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SparkFun sells a relay control kit that you solder together. On the back of the circuit board there is a pair of metal contacts that are labeled "bridge for zener bypass". I assume you put a small blob of solder there to bypass the zener diode.

https://www.sparkfun.com/products/13815

My question is, why would you want to bypass the zener diode? What do you loose and what do you gain when doing so?

enter image description here

Thanks!

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marked as duplicate by Dmitry Grigoryev, winny, Finbarr, Mitu Raj, RoyC Apr 20 '18 at 8:37

This question has been asked before and already has an answer. If those answers do not fully address your question, please ask a new question.

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    \$\begingroup\$ Please embed the schematic of the kit rather than a link to an add with no schematic. This way your question will still make sense when the link dies. Post the link as well, if you like, so others can follow up if interested. \$\endgroup\$ – Transistor Apr 16 '18 at 21:48
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    \$\begingroup\$ @WesleyLee you could crop it a little bit wider so you can see the note, looks like you have about half of the note \$\endgroup\$ – alex.forencich Apr 16 '18 at 22:14
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    \$\begingroup\$ That's much better \$\endgroup\$ – alex.forencich Apr 16 '18 at 22:16
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    \$\begingroup\$ The purpose of a Zener diode has been discussed many times here, here and here \$\endgroup\$ – Dmitry Grigoryev Apr 17 '18 at 6:31
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The reason for it is noted on the schematic: https://cdn.sparkfun.com/datasheets/Components/General/SparkFun_Beefcake_Relay_Control_Kit_v20a.pdf

Flyback Arrestor --

Place D1 with a normal diode such as the 1N4148 for all cases.

Use a zener (such as the 1N4739) at D2 to allow a certain flyback voltage. Keep Vcc + Vzener under 30 volts (Breakdown voltage of the NPN with a 10V margin)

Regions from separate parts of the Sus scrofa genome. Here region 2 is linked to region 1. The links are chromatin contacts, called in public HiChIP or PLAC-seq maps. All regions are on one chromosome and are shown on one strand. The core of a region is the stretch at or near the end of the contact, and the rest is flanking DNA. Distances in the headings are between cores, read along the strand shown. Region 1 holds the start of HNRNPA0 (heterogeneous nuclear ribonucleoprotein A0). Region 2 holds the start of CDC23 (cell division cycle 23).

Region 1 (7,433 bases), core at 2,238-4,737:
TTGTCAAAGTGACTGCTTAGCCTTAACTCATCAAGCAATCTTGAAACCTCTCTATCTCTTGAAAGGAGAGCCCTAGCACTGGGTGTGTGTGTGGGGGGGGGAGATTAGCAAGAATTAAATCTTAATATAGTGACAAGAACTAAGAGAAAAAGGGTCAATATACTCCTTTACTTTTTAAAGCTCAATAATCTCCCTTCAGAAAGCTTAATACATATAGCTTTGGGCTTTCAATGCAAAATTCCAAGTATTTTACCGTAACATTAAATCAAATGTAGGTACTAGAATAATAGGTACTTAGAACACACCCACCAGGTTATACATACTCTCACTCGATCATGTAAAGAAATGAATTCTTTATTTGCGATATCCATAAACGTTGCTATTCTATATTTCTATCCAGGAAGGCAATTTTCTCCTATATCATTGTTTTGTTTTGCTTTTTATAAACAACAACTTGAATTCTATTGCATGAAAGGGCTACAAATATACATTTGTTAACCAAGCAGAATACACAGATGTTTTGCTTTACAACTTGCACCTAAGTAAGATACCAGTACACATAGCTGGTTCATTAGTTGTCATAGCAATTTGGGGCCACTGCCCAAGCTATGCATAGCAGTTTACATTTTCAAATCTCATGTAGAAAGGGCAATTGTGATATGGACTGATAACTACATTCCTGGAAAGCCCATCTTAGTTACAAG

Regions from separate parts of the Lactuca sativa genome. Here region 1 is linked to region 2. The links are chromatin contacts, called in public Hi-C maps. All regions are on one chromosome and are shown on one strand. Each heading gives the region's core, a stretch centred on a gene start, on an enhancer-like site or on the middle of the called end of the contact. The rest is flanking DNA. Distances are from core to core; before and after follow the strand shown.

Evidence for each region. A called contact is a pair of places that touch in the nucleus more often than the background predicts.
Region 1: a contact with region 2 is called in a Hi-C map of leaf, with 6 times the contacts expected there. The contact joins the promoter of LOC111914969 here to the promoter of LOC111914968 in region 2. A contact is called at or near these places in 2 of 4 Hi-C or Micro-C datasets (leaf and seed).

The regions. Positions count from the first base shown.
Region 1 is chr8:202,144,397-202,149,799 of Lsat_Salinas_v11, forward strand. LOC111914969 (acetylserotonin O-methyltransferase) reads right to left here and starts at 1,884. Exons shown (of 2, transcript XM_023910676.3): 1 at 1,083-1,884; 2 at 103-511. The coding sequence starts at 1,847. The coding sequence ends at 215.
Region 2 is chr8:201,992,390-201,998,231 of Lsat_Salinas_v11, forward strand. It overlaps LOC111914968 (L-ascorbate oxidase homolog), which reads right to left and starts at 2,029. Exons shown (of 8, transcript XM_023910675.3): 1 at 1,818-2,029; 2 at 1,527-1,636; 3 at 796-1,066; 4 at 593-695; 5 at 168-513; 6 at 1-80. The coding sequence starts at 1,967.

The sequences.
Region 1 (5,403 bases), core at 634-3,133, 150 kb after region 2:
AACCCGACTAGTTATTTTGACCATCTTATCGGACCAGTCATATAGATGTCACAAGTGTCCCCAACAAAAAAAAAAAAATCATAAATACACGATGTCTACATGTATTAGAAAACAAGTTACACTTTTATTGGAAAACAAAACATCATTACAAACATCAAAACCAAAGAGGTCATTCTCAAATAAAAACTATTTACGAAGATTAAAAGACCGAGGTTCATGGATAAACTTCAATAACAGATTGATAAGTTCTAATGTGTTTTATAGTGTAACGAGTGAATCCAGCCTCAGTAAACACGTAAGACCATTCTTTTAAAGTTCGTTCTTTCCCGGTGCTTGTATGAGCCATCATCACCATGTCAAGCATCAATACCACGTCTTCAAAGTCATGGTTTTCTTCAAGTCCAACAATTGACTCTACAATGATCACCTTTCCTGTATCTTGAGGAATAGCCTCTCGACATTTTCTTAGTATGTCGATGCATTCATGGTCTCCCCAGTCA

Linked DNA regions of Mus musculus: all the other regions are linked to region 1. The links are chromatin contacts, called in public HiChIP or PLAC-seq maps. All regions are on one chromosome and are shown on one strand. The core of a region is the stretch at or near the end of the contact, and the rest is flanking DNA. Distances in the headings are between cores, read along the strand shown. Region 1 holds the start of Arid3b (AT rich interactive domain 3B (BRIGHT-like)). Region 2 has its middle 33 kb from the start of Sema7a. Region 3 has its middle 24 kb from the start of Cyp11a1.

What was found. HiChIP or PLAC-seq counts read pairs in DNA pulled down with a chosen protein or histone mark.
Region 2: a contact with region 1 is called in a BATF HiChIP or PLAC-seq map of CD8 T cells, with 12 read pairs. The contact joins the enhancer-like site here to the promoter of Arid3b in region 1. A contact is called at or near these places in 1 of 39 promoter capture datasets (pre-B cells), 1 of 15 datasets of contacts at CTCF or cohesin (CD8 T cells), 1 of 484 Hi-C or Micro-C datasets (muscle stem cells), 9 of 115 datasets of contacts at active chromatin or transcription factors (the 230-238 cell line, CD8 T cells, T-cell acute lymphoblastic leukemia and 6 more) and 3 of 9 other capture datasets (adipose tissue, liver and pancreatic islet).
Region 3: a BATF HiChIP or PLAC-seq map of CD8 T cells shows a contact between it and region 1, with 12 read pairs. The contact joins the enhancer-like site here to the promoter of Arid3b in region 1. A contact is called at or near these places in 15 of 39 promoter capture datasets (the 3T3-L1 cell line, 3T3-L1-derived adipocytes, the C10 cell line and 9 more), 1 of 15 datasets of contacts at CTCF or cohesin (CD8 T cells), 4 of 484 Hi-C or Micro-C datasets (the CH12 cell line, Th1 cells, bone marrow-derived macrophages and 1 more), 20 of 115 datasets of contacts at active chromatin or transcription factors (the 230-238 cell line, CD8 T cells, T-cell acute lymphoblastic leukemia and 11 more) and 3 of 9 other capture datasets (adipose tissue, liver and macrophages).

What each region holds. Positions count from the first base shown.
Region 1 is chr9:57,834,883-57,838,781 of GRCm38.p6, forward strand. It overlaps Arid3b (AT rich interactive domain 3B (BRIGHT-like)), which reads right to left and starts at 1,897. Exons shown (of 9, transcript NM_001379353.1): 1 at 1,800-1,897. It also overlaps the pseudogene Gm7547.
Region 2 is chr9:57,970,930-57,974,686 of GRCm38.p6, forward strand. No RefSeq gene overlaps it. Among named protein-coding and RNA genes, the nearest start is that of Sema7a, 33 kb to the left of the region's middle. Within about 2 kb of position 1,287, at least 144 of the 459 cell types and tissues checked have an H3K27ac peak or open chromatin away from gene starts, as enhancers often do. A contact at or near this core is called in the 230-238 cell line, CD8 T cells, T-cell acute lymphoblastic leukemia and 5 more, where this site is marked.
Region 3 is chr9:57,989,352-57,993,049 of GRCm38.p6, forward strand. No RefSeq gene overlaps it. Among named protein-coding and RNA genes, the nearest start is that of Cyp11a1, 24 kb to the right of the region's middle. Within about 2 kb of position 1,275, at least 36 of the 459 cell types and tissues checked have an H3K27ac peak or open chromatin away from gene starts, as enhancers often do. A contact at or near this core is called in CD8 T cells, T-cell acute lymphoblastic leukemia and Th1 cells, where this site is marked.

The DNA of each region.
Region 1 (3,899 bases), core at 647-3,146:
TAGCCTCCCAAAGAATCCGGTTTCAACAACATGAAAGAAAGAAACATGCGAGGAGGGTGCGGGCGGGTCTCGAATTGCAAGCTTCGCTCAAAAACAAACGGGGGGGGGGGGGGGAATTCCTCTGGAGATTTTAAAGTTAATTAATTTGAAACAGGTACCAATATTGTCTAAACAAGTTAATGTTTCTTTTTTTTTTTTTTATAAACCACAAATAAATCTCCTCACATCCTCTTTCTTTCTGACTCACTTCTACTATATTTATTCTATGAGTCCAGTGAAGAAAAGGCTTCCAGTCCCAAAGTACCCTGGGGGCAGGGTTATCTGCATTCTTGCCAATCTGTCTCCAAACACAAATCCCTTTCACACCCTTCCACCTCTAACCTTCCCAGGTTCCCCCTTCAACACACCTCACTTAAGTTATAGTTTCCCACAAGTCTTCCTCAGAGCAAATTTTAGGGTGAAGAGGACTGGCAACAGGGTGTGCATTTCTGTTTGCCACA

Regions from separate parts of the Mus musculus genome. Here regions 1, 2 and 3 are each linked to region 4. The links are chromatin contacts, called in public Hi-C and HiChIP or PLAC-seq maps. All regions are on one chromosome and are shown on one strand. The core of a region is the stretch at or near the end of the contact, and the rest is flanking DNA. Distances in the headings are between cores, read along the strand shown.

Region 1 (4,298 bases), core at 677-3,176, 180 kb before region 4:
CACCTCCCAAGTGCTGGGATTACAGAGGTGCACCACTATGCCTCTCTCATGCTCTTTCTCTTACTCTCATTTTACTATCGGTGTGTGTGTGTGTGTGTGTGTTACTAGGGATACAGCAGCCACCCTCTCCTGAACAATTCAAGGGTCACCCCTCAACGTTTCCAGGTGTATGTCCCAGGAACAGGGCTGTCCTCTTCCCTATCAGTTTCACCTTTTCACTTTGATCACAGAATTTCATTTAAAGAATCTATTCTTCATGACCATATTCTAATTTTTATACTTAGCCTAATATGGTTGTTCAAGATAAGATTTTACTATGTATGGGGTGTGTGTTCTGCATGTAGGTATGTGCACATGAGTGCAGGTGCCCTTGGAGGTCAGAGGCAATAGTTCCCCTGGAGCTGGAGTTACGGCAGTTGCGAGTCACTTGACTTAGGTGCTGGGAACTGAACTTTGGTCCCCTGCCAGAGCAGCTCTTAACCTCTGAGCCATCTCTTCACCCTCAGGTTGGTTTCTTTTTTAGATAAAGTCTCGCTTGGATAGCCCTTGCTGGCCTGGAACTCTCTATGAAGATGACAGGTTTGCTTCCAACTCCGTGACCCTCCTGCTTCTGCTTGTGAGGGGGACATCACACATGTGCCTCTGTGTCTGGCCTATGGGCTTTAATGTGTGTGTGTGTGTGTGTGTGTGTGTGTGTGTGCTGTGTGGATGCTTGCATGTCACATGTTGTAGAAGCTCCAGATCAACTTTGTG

The zener is not critical for protection of the circuit, but helps to allow the contacts to open faster. It can be bypassed by shorting JP1.

The long and short of why you might want a zener in the first place is that the relay coil has quite a lot of inductance and when the relay coil is opened by turning off the drive transistor, the energy stored in the magnetic field has to go somewhere.

As the magnetic field starts to collapse, it induces a voltage across the coil, called the flyback voltage or back EMF. This can produce very high voltages that can damage the drive transistor, so some sort of protection circuit is required, usually consisting of a diode that's reverse-biased under normal operation.

Somewhat counter-intuitively, it takes longer to dissipate if the coil is shorted or connected across a normal diode with a forward voltage of 0.7 volts or so than if it is connected to a larger load, such as a resistor or zener diode. The reason for this is that the low voltage drop of a short circuit or normal diode does not end up dissipating much power, so the current keeps flowing through the coil and through the diode with minimal resistance for quite some time.

With a zener diode, that current has to produce a much larger voltage difference across the zener to keep flowing, and this requires a lot more power since P = I * V. Since power is energy per unit time, the energy in the coil is dissipated much faster, causing the magnetic field to drop more quickly and the relay contacts to open up sooner.

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  • \$\begingroup\$ Awesome, that's exactly what I was looking for. Thanks! \$\endgroup\$ – user3629081 Apr 16 '18 at 22:12
  • \$\begingroup\$ Upvoting this answer because the explanation about the additional power dissipation (and ultimately relay operating speed) was very informative to me. \$\endgroup\$ – Doktor J Apr 17 '18 at 15:41
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It may seem unimportant to add a zener diode (or a resistor) for a relay to open somewhat faster. I did a similar thing for a relay-like pneumatic valve once, and this made my air pressure controller much faster. I also did this for a stepper motor driver, to make a plotter run faster. Inductive circuits like high voltages, as dI/dT = V/L.

The most beautiful example is the flyback capacitor for the horizontal deflection of a CRT display. Not only does the high flyback voltage reduce the line current quickly, the second half of the flyback even inverts the current, bringing the beam back to the left side. And this without losing the magnetic energy.

The flyback circuit with a capacitor acts like a "bounce" for the current, just like a bouncing ball inverts its velocity. The analogy for an added zener or a resistor is a ball of clay, it falls dead. And with just the one diode it's like a ball of memory foam, it takes the most time to dissipate the kinetic energy.

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